Deepwater Horizon: One Year Later
“Auger” takes its title from Shell’s first deepwater play in the Gulf of Mexico (in partnership with BP)—drilling in 2,860 feet of water to a depth of 19,360 feet—in the mid-1990s. (With Deepwater Horizon, BP ultimately would drill in 4,000 feet of water to a depth of 35,055 feet. As I write, new wells are being readied in the ultra-deepwater.) The first image, from the National Commission on the BP Deepwater Horizon Oil Spill and Offshore Drilling Report to the President, shows a scale rendering of the tension-leg drilling platform used at Auger, superimposed over the city of New Orleans.
Auger: “a large tool for boring holes deep in the ground.”
Superimposing a transparency of the scale platform image on the poem, I bored a hole through the “Great Ocean” sequence of Pablo Neruda’s Canto General, as translated by Howard Schwartz – taking out a half inch right down the middle of each page. The words I had bored became the poem, “Auger.” Estimated at about 1,300 lines, the poem when assembled stretches 26 feet across my floor, a .13 to 100 scale rendering of the Augur well.
In drilling Neruda, I hoped to hit pay at a certain depth. I am still trying to understand what it means to drill through that much water, that deep in the ground. I wanted to experience the pressure of the long poem, in a compressed period. And to communicate scale.
When I meet with Representative Chellie Pingree, to discuss Representative Ed Markey’s bill, HR 501: Implementing the Recommendations of the BP Oil Spill Commission Act, I’d like to read her a bit of “Augur.” I also want to thank her for the House Sustainability Coalition, which she founded and chairs. And I hope to entrust her with a bit of human scale.
You can find the National Commission on the BP Deepwater Horizon Oil Spill and Offshore Drilling Report here: http://www.oilspillcommission.gov/final-report
The report is good reading—even if you think you know everything about the so-called “spill.” You don’t. It is as interesting for what it doesn’t say as for what it does.
I do not think of poetry as a tool for persuasion; I do think of it as an instrument of dialogue. Earlier this year, I invited other poets and artists to join me in reading the Presidential Commission’s report, and in attempting to meet with their representative, to share some poetry or art—as a way to break silence on Markey’s proposed legislation, implementing the recommendations of the report. (If we cannot stop deepwater drilling, let us at least make it regulated.)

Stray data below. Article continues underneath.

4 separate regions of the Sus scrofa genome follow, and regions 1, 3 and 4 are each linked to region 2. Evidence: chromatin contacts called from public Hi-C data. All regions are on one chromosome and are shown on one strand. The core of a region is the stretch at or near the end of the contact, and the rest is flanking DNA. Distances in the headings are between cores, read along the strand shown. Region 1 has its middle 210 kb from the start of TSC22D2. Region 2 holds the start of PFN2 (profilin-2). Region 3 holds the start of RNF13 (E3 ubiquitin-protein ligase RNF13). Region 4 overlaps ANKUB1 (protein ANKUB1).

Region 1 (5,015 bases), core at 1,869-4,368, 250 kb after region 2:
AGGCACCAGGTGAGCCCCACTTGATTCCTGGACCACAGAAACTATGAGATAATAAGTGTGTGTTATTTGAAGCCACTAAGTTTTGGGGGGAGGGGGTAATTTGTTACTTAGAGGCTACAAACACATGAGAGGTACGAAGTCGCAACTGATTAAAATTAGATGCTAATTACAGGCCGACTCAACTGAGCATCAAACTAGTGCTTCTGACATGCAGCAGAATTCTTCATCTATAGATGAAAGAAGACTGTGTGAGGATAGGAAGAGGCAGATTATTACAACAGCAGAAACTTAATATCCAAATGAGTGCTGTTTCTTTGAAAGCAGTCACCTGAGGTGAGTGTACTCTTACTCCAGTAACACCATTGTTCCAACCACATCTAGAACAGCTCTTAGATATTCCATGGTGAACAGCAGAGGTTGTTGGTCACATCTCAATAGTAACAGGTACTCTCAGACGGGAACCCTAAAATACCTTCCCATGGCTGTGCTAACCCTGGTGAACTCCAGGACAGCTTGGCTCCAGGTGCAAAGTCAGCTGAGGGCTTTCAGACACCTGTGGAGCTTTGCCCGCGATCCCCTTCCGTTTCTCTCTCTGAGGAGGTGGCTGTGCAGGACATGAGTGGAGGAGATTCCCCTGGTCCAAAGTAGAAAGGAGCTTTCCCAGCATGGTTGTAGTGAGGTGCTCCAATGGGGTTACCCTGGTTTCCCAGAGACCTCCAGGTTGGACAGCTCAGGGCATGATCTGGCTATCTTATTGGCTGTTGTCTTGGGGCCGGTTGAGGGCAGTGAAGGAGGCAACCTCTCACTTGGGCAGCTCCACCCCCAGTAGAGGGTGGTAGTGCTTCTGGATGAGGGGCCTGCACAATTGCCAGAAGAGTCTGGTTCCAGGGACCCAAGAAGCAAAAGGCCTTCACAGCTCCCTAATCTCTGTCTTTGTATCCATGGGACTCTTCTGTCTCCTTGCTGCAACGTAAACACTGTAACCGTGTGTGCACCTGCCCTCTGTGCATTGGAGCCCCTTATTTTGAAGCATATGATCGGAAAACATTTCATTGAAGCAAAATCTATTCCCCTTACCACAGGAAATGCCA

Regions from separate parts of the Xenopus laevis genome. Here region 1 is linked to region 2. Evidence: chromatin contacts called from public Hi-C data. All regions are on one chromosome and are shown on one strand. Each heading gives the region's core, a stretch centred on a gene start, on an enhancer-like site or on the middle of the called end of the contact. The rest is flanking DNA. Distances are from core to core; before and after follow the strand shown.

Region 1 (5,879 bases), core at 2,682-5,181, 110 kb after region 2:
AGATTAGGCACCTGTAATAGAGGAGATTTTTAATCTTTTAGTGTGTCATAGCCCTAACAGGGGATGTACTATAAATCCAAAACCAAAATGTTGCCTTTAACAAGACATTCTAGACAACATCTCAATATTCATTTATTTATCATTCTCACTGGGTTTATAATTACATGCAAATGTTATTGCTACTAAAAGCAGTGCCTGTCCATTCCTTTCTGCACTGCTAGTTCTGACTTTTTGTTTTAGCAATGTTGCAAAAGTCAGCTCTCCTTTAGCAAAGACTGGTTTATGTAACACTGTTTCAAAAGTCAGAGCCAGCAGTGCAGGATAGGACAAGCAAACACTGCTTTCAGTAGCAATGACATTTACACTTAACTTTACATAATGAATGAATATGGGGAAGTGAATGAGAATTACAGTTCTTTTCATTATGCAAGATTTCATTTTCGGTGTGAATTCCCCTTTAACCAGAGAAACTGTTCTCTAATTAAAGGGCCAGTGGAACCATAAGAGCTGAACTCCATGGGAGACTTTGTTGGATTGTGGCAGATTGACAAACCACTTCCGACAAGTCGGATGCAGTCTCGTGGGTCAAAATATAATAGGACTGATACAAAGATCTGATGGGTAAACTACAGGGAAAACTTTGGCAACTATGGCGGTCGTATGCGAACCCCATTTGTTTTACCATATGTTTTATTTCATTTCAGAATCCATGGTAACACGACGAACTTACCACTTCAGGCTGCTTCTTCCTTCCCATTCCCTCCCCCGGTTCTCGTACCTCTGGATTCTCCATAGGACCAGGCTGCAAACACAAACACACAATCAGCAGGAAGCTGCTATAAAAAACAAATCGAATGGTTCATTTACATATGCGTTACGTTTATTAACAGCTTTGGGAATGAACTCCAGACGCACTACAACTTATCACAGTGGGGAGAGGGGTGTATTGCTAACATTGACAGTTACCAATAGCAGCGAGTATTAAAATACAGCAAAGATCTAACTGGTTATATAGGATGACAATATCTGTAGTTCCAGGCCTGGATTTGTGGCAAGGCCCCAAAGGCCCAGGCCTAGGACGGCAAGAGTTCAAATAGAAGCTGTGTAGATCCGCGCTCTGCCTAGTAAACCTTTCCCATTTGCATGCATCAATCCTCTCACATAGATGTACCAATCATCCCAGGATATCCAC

I asked for documentation of the experiment, including failures as much as success. 36 contributors sent 130 pages of astonishing, thought-provoking material—essays, poems, dialogues, field reports, photoworks, digital art—which I have edited, as my contribution to the forthcoming issue of Interim Magazine. (I’ll also present Rep. Pingree with a copy of this work.) A personal visit, they say, is worth a thousand letters, a poem worth a thousand pictures.
A poem is also for remembering. If not for yourself, then for the Common yellowthroat.
20 April, 2011
Jonathan Skinner founded and edits the journal ecopoetics (www.ecopoetics.org). Skinner also writes ecocriticism on contemporary poetry and poetics. Skinner’s poetry collections include Birds of Tifft (BlazeVox, 2011), Warblers (Albion Books, 2010), With Naked Foot (Little Scratch Pad Press, 2009), and Political Cactus Poems (Palm Press, 2005). He teaches Environmental Studies at Bates College.